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How to Analyze Ebook Advertising on Amazon

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Amazon advertising analytics

Ebook advertising on Amazon requires ongoing attention and analysis to achieve the best possible results.

It also requires a learning curve for anyone who wants to improve performance. Even so, the results of an Amazon advertising campaign will vary somewhat from month to month.

An easy starting point is the campaign graphic available in the Amazon advertising account like the one below.

The date range button located elsewhere on the screen is an important tool for writers and publishers who want to analyze results over specific time periods. Longer time periods provide smoother and more insightful information.

For example, the graphic below is set for a full month, which is a useful range for understanding results.

ACOS Matters Most of All

The most important number is not the amount of spending, the amount of revenue or the amount of impressions. It is the Average Cost of Sales (ACOS), which is a percentage of spending divided by total sales.

Ebook advertising results

One major site that tracks Amazon advertising for all products and services and not just ebooks says the average for all of the accounts it tracks is about 30 percent. The ebook example above for one month is 42 percent. But even a 60 percent ACOS is good for some important reasons.

What’s important to note is the break-even point. Amazon takes 30 percent of all sales off the purchase price. That means the writer gets 70 percent of that price.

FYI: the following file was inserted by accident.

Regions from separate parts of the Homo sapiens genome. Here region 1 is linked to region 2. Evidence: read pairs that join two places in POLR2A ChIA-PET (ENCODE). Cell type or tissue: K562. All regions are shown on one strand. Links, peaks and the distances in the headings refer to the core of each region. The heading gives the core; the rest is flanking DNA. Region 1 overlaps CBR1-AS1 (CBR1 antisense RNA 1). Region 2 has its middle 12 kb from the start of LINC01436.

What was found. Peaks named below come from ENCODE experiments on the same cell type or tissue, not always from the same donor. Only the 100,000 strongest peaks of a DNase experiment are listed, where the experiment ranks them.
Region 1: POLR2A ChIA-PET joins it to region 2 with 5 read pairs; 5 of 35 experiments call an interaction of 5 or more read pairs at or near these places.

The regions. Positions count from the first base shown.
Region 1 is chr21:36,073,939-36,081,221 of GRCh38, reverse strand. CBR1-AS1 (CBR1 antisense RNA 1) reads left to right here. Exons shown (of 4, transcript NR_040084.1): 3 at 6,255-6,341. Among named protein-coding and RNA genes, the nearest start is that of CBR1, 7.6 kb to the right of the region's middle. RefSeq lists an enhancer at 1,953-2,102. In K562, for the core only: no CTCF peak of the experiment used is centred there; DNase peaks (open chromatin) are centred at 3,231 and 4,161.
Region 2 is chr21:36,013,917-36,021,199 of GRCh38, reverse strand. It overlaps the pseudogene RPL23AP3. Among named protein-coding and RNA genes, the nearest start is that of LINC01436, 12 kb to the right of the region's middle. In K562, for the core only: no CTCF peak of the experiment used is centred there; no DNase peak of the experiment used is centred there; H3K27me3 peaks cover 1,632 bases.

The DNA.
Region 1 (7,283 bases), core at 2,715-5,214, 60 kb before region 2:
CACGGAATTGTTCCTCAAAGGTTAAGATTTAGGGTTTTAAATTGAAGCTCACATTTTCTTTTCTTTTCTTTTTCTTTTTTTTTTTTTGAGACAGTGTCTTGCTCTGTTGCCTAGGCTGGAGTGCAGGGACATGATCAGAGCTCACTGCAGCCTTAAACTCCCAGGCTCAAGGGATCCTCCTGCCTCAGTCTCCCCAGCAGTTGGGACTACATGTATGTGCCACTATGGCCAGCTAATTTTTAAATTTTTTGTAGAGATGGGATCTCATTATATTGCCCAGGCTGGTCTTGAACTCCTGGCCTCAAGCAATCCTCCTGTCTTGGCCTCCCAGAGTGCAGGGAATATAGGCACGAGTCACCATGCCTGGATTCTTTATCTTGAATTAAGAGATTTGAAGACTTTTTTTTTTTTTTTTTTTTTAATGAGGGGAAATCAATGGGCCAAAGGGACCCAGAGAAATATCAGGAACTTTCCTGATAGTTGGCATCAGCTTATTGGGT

So the break-even point for ACOS is 70 percent. In other words, if the ACOS is above 70 percent, the writer will lose money. If it’s below 70 percent, the writer will profit.

A one-month campaign with an ACOS of 42 percent therefore has a profit to the writer of 28 percent of the total sales. Keep in mind that traditional publishing houses often offer writers about 10 percent of the book price. So anything above that number is a win by comparison.

How to Make Even More Money

But the analysis doesn’t end there. Anyone searching on Amazon for a Kindle book may click on the ad without buying the book. They may eventually return and buy the book without clicking on the ad again. The purchase may not register as a sale as a result of advertising.

A book in the Kindle Unlimited program and the Kindle Owners’ Lending Library, which are part of a subscription-based service, will generate revenue but not a “sale” from an ad click. Any Amazon customer who subscribes to the program can read as many books and book pages they want for a fee every month.

So any profit in an Amazon ebook advertising campaign has the potential to deliver more revenue than just what the ACOS indicates.

Still, many writers have posted online that they don’t make any sales at all from advertising. So the results depend on the book and the subject category.

It pays to tread carefully with an ad campaign for ebooks. Start small, learn what works and what doesn’t, and evolve from there.

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